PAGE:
Therefore, since we have a great high priest who has ascended into heaven, Jesus the Son of God, let us hold firmly to the faith we profess. For we do not have a high priest who is unable to empathize with our weaknesses, but we have one who has been tempted in every way, just as we are—yet he did not sin. Let us then approach God’s throne of grace with confidence, so that we may receive mercy and find grace to help us in our time of need.Hebrews 4:14-16
Andrew Ripp has a great new song out called “For the Love of God.” I really love this song. I love the truths found in verse 1 and verse 2, the chorus and the bridge. I love the sound of it too. Ripp’s voice is soulful and catchy. You can listen to it here.
Maybe my love for the song is why verse 3 caught my attention. What Ripp articulates in verse 3, I resonate with in my heart. However, as soon as I heard it, the “truth-meter” in my head sent alarm bells going off. As soon as I heard it, I knew two things: 1) there was something “off” about it theologically, and 2) it is a common trope in Christian circles that is regularly accepted as “true” but doesn’t line up with the life of Jesus.
So what does verse 3 say?
The first half of verse 3 says, “If it wasn’t for my failures and mistakes, I would never know the depths of this grace…”
My guess is that, if you have any experience in church, this sentiment feels familiar and maybe even comforting. You may have heard something like this a thousand times. And while it may resonate with our hearts, it actually articulates something that doesn’t line up with the gospel.
What this phrase actually ends up saying is that my sin was necessary. It’s saying something like, “The only way for me to know the grace of God is to sin against God and then experience His grace.” But, is that true? Jesus never sinned yet perfectly knew the depths of God’s grace. Can you see the problem here?
There are a couple issues with thinking our sin is a mandatory prerequisite to knowing the depths of God’s grace. First, it limits the definition of grace to something like “forgiveness.” But God’s grace is bigger than just His forgiveness. If all you know of God’s grace is the forgiveness aspect of it, then you don’t yet know “the depths of this grace.” Grace isn’t just God’s willingness to forgive us over and over again as we sin over and over again. Grace actually empowers us to to be transformed. Grace enables us not to sin.
Imagine God’s grace as a kind of spiritual fuel. We use up more grace not sinning than we do sinning and being forgiven. We can’t live a holy life in our own strength. So living a holy life actually requires more of God’s grace, not less. This is why Jesus knew the depths of God’s grace more than the rest of us yet was without sin.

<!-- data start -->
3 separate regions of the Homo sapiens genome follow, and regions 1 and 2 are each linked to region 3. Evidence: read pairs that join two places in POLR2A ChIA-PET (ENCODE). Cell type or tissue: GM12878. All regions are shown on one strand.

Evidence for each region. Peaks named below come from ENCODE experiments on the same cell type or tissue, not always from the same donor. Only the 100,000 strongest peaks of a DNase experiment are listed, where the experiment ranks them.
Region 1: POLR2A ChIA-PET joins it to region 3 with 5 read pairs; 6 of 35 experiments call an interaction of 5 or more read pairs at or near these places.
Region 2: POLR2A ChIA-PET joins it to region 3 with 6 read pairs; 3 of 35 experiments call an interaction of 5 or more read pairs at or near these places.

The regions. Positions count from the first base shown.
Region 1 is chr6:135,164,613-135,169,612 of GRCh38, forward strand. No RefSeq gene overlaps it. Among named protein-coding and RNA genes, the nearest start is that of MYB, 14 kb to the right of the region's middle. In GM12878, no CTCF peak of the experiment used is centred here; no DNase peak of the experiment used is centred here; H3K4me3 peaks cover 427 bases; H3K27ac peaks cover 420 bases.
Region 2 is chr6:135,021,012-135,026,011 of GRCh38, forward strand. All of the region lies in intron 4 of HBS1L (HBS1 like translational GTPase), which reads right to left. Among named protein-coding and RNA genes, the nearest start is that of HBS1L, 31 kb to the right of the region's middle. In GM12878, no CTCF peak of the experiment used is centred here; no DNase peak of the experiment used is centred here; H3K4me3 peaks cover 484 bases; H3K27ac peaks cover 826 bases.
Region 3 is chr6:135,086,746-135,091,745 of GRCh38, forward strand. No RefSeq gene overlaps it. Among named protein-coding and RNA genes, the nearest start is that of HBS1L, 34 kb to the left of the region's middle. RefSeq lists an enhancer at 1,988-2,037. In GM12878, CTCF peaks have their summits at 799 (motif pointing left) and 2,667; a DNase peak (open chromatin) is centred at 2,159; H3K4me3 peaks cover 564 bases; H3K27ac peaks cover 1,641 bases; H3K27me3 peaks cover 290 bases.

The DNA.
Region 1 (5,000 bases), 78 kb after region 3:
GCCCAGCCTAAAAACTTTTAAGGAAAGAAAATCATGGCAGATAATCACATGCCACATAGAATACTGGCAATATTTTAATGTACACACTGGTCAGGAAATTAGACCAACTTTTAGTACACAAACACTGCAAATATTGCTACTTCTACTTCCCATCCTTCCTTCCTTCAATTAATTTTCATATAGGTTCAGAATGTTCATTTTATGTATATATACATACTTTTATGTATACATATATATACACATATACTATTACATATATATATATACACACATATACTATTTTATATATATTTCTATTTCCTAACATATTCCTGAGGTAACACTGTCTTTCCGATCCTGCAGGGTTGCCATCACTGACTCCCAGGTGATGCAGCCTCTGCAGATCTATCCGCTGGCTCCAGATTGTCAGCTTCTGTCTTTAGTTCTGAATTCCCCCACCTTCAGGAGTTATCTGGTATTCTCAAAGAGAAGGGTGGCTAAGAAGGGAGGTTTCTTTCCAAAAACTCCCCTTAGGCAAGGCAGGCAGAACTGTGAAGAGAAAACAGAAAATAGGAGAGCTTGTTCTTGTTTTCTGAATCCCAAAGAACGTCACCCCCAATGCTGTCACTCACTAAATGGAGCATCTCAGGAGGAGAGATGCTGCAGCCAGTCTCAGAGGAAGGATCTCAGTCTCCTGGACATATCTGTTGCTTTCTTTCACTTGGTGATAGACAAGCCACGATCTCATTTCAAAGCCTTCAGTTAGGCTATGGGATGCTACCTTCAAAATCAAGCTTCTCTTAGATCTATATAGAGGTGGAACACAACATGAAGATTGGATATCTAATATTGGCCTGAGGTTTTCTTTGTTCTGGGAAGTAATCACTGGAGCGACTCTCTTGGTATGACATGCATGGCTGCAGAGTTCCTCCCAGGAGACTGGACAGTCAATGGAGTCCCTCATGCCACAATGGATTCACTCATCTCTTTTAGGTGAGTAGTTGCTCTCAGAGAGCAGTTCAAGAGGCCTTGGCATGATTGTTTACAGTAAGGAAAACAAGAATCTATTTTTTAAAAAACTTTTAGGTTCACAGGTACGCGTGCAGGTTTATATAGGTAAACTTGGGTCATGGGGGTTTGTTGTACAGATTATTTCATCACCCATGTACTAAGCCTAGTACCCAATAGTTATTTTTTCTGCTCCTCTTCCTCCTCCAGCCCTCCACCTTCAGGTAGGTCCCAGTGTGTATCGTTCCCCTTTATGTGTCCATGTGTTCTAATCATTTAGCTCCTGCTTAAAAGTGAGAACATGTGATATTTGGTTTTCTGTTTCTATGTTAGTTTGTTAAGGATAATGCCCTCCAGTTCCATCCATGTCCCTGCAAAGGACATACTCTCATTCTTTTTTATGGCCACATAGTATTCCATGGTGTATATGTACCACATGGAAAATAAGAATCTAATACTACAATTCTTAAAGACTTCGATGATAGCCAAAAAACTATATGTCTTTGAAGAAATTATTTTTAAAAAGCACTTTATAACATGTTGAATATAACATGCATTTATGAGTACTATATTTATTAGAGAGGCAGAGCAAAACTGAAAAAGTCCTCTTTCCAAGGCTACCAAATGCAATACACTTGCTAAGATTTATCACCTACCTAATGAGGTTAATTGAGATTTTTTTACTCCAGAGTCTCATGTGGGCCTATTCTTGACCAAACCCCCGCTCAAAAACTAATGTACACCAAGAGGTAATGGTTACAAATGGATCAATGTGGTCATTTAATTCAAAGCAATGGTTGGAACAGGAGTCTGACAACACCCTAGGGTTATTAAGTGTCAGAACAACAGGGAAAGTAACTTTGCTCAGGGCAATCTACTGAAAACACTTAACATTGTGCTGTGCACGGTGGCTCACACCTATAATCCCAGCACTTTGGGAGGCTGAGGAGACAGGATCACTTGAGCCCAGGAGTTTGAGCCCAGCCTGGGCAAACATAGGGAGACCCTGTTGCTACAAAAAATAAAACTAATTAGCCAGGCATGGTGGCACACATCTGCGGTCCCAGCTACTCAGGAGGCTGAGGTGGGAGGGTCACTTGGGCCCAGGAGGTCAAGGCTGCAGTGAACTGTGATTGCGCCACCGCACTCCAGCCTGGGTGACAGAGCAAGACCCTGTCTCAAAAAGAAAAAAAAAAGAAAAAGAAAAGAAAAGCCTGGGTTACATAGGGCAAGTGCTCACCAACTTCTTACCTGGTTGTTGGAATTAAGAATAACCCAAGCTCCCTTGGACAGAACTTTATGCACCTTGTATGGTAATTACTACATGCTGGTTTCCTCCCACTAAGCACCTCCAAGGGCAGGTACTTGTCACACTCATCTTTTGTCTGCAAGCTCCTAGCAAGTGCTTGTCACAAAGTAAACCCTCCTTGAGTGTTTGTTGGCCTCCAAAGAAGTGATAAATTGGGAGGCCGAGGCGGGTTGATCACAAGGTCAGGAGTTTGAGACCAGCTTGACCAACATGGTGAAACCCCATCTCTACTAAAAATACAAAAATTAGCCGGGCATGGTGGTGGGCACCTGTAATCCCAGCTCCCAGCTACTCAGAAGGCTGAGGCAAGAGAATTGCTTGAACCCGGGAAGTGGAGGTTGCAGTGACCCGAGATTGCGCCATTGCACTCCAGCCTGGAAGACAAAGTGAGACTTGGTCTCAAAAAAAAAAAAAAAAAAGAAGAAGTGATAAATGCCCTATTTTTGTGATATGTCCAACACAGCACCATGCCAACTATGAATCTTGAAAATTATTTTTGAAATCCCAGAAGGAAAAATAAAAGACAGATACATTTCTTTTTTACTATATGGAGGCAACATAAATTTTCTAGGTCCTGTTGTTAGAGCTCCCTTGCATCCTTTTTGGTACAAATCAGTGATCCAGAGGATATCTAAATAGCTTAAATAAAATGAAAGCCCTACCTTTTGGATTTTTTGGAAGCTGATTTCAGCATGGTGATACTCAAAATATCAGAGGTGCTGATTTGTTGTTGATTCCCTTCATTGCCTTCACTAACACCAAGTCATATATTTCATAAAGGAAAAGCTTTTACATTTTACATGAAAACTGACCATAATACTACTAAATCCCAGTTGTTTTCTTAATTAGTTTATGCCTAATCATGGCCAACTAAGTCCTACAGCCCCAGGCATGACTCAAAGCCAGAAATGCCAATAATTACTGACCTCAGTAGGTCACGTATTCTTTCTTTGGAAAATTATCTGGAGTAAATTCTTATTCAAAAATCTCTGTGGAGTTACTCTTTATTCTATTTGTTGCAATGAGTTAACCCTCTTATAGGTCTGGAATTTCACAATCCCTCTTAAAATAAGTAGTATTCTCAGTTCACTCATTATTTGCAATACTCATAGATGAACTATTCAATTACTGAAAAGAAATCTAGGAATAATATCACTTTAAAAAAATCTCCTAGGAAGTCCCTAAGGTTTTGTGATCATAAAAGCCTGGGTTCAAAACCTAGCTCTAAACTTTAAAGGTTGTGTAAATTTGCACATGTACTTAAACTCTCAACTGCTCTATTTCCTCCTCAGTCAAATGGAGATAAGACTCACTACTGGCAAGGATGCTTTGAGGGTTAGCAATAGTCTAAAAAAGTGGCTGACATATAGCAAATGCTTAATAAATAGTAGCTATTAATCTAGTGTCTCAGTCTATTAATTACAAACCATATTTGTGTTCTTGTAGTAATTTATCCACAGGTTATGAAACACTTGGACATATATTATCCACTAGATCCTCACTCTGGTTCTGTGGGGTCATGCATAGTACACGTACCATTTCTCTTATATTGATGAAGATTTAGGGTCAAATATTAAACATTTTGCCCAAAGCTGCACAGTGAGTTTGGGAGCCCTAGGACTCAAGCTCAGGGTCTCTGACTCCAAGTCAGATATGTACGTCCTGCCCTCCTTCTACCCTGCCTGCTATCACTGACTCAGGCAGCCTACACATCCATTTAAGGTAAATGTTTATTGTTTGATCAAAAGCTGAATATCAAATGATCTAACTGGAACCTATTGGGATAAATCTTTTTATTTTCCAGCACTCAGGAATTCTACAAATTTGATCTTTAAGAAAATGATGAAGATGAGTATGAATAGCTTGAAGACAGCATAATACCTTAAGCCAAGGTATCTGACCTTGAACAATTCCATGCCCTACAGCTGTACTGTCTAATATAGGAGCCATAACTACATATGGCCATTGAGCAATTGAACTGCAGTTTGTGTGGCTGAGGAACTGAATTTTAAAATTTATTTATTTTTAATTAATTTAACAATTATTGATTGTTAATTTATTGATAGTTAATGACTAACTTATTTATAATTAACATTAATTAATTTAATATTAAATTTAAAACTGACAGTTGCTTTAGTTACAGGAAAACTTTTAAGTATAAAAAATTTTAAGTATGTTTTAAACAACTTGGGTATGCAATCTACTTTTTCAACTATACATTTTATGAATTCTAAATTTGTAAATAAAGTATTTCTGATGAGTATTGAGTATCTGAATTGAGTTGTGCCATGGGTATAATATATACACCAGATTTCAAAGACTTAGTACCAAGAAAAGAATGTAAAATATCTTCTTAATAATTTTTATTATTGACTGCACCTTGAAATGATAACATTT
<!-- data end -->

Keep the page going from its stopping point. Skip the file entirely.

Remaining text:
The second issue with framing sin as a mandatory prerequisite to knowing the depths of God’s grace is that it makes our relationship with God dysfunctional.
Think of a parent/child relationship. There are two main parent/child paradigms where the child subconsciously feels the need to rebel in order to “prove” that their parent really loves them unconditionally. One paradigm is where the child got the message that they had to perform and be perfect in order to earn their parent’s love. Often, a child living in this paradigm will perform well and live a “perfect” life until they can’t take the pressure any more. Then they will subconsciously snap and turn into the “prodigal son,” all as a means to test if their parent’s love is real.
The second dysfunctional paradigm is that of an orphan or adopted child. Orphans will often test their adoptive parents through rebellion because they don’t really believe they are lovable. They are waiting to get rejected once again in order to prove what they already believe.
The point is this: if the only way I can know the depths of God’s grace is through sinning against Him, then I am relating to God either with a performance mentality or an orphan spirit. The truth is that I can know my parents’ deep love for me without rebelling against them. In fact, in a healthy parent/child paradigm, I can better experience their love for me if I don’t rebel against them. The same is true of God.
I don’t have to rebel against God to know the depths of His love and grace for me. If Jesus is our example, then obedience may actually give me a better taste of the unconditional love of God and the empowering grace of God. This concept is so foreign to so many people only because we’ve gotten so used to a dysfunctional relationship with God.
Again, don’t get me wrong, I do love Andrew Ripp’s new song. There is so much truth packed into it. But I wish verse 3 didn’t accidentally perpetuate a common theological falsehood. I wish, instead, it said something like, “Even in the midst of my failures and mistakes, I experience the depth of His grace…”